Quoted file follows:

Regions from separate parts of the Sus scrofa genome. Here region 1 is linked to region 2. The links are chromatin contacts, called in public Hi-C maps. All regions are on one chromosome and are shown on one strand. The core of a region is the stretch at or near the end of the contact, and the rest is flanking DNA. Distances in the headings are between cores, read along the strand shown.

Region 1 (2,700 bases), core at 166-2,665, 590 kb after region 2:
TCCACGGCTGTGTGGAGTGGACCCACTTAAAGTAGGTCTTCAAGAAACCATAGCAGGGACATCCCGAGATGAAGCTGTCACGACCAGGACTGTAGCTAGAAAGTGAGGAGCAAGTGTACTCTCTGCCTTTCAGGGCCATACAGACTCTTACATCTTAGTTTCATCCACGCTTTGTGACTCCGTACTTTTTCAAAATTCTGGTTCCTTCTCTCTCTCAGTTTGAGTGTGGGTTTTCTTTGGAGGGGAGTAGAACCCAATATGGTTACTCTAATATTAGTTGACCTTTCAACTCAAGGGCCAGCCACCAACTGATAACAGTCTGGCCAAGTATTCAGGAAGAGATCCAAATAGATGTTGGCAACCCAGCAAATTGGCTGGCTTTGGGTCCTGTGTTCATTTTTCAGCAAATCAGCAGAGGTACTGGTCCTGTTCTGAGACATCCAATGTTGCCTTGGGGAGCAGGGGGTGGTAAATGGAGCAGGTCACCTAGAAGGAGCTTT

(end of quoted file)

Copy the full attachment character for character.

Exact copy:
Regions from separate parts of the Sus scrofa genome. Here region 1 is linked to region 2. The links are chromatin contacts, called in public Hi-C maps. All regions are on one chromosome and are shown on one strand. The core of a region is the stretch at or near the end of the contact, and the rest is flanking DNA. Distances in the headings are between cores, read along the strand shown.

Region 1 (2,700 bases), core at 166-2,665, 590 kb after region 2:
TCCACGGCTGTGTGGAGTGGACCCACTTAAAGTAGGTCTTCAAGAAACCATAGCAGGGACATCCCGAGATGAAGCTGTCACGACCAGGACTGTAGCTAGAAAGTGAGGAGCAAGTGTACTCTCTGCCTTTCAGGGCCATACAGACTCTTACATCTTAGTTTCATCCACGCTTTGTGACTCCGTACTTTTTCAAAATTCTGGTTCCTTCTCTCTCTCAGTTTGAGTGTGGGTTTTCTTTGGAGGGGAGTAGAACCCAATATGGTTACTCTAATATTAGTTGACCTTTCAACTCAAGGGCCAGCCACCAACTGATAACAGTCTGGCCAAGTATTCAGGAAGAGATCCAAATAGATGTTGGCAACCCAGCAAATTGGCTGGCTTTGGGTCCTGTGTTCATTTTTCAGCAAATCAGCAGAGGTACTGGTCCTGTTCTGAGACATCCAATGTTGCCTTGGGGAGCAGGGGGTGGTAAATGGAGCAGGTCACCTAGAAGGAGCTTT